So to conclude: assuming I make it through the "post-doc to faculty bottle neck", in the bigger scheme of my scientific career this is going to be peanuts. If I am a scientist for the next 35 years (until I'm 65), then that 6 months to a year is only 1-2% of the time. And not every woman has children. So any disproportion of female to male authors more than 1% is due to something else than having babies. There, Lukas Koube. I just used some science to calculate this WHILE AT HOME WITH A BABY!

The biggest problem right now: using my precious nap time to blog about this instead of work on a paper...

* I know that some people (are able to) take more leave, and I also realize that many female scientists (at least me) won't be able to sit at home for 3 months without thinking or doing any science.
** Here I should add that my pregnancies were pretty smooth sailing, and I know that for some it can be 9 months of total agony. And for some people the process of becoming pregnant takes a lot of mental, emotional and physical energy.

20 comments:

  1. This, all of this! Especially the part about having to waste precious nap time energy addressing it. :)

    Have you and your partner already found post-postdoc positions?

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    1. Yes! We both have jobs in the homecountry. So I'm also spending my precious nap time energy on organizing a move across the Atlantic ;-)

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    2. I find your article both unsavory and intellectually dishonest. Everyone knows that outrage and anecdotal evidence are not cornerstones of good arguments.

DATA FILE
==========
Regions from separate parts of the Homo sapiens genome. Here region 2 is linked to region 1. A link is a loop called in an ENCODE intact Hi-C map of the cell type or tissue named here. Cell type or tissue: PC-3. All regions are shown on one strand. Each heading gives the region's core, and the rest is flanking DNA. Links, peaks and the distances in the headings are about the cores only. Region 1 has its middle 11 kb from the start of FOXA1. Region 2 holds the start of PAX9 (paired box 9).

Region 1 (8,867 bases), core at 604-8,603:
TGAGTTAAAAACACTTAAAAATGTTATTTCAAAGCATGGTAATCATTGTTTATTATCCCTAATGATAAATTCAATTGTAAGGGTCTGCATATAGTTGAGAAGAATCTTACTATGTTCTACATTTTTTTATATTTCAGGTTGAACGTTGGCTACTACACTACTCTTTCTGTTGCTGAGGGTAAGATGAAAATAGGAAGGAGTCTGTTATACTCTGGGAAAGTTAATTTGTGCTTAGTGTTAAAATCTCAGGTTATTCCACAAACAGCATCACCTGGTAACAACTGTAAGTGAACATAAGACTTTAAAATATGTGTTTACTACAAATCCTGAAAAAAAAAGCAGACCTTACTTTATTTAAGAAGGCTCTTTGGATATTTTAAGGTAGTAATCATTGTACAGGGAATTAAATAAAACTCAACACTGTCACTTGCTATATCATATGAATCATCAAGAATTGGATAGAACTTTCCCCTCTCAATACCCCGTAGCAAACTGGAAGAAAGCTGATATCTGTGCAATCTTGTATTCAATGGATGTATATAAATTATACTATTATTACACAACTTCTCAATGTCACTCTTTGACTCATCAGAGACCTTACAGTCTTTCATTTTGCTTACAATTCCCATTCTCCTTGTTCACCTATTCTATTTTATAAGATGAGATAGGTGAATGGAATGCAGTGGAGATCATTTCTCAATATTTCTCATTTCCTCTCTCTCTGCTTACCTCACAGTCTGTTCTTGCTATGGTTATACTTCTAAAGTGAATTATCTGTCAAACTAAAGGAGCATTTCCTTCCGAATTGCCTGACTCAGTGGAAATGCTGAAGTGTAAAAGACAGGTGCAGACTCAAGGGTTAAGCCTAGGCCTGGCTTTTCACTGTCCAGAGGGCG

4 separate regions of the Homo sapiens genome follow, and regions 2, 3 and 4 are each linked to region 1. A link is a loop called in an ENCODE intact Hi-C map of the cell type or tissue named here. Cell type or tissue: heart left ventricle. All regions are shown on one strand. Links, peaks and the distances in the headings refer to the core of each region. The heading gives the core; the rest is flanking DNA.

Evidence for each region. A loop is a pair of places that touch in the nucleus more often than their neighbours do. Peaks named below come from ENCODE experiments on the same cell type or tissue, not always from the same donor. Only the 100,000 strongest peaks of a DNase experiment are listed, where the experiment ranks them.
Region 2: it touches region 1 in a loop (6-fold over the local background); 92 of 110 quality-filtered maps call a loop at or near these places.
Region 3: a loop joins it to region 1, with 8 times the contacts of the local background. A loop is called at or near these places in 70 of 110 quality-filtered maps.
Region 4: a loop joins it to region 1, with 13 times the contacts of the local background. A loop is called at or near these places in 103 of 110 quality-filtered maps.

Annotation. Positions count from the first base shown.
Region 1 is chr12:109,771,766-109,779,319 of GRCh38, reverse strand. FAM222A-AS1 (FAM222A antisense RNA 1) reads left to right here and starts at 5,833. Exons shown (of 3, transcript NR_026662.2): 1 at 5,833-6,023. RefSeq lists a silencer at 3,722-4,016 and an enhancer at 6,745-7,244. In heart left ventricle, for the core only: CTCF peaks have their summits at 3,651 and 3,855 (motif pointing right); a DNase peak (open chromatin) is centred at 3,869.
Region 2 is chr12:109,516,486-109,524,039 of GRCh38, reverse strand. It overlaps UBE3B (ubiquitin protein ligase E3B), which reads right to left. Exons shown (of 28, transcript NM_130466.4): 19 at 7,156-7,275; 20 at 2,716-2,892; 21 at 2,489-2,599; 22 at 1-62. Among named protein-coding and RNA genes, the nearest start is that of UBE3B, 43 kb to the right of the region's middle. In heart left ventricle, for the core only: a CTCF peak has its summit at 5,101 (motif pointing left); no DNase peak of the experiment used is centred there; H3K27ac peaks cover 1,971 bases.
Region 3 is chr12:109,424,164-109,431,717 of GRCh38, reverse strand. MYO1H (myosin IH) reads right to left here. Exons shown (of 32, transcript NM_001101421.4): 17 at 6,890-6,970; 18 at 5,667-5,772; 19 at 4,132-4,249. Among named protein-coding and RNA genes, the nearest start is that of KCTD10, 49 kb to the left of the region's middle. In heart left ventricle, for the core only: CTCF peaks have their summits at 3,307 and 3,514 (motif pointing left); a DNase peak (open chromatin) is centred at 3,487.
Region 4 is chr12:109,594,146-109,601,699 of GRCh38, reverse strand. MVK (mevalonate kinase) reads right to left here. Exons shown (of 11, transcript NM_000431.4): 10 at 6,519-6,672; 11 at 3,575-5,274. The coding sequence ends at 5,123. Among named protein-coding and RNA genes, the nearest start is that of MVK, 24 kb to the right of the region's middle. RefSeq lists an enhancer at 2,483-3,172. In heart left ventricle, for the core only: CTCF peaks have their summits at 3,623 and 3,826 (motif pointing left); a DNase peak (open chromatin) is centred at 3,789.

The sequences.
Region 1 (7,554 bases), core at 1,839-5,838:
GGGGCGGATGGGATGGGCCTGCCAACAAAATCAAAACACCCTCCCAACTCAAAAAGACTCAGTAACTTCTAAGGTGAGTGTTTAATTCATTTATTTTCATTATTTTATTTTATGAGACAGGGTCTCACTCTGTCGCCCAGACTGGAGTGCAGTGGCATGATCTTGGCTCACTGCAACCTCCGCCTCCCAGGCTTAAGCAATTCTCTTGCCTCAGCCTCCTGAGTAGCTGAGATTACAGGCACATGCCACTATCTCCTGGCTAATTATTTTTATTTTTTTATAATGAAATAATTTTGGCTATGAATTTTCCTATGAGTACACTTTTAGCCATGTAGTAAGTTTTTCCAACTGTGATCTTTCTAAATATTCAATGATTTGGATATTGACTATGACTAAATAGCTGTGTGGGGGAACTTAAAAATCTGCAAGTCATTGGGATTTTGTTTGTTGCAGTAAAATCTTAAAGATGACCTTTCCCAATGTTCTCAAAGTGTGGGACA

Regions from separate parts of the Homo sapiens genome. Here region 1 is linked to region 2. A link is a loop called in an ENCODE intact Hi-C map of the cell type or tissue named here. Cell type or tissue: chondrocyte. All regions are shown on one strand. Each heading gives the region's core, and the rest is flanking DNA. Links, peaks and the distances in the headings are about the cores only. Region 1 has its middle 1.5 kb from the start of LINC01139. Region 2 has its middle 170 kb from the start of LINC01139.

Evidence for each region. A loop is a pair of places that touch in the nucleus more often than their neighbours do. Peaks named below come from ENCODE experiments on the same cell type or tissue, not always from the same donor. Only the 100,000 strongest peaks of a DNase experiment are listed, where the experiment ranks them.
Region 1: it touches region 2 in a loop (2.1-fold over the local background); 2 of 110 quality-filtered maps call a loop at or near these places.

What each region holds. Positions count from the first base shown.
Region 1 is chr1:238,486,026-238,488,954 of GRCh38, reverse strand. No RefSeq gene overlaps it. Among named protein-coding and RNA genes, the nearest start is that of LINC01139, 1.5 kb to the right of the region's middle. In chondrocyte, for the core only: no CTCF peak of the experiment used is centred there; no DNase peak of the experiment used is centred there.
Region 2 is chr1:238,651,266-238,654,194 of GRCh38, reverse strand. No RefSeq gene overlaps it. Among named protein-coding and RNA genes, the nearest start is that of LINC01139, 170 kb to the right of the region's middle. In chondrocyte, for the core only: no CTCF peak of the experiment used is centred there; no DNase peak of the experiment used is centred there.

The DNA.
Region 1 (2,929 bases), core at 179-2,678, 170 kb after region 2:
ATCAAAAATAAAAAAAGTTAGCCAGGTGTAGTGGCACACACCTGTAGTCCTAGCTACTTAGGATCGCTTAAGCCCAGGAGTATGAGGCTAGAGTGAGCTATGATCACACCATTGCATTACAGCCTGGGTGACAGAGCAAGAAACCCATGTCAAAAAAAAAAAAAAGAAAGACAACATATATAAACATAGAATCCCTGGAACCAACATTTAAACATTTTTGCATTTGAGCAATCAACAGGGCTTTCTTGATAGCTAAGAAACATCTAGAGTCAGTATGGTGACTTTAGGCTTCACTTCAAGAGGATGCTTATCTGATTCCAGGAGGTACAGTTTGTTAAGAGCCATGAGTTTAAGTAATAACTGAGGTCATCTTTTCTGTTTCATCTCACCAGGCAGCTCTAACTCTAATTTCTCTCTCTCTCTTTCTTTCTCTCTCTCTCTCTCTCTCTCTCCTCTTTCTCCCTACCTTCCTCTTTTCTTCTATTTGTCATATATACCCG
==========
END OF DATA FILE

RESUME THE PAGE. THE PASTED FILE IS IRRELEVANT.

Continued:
I don’t know how much more you could have publish if you never had kids and stayed in the lab a few more hours a day, that isn’t a scientific question.

      However, pointing out the logical fallacy that “under-representation = discrimination” is useful, especially since so many people make that mistake.

      People still believe the gender “wage gap is real”, instead of a statistical trick, despite the fact that even the Dept. of Labor under Obama published a rigorous study demonstrating that the vast majority of the gender wage gap disappears after taking into account just a few variables (men work more hours a week on average so they get paid for those hours.)

      A similar trend could be true of scientists and publishing, the problem is that evidence is never given, or even asked for, the assumption is made on solely ideological grounds.

      This assumption is unwarranted and deeply corrosive; challenging unproven assumptions is not misogynist, its science.

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    3. How long have you been in the job market, Lukas? Do you work in science?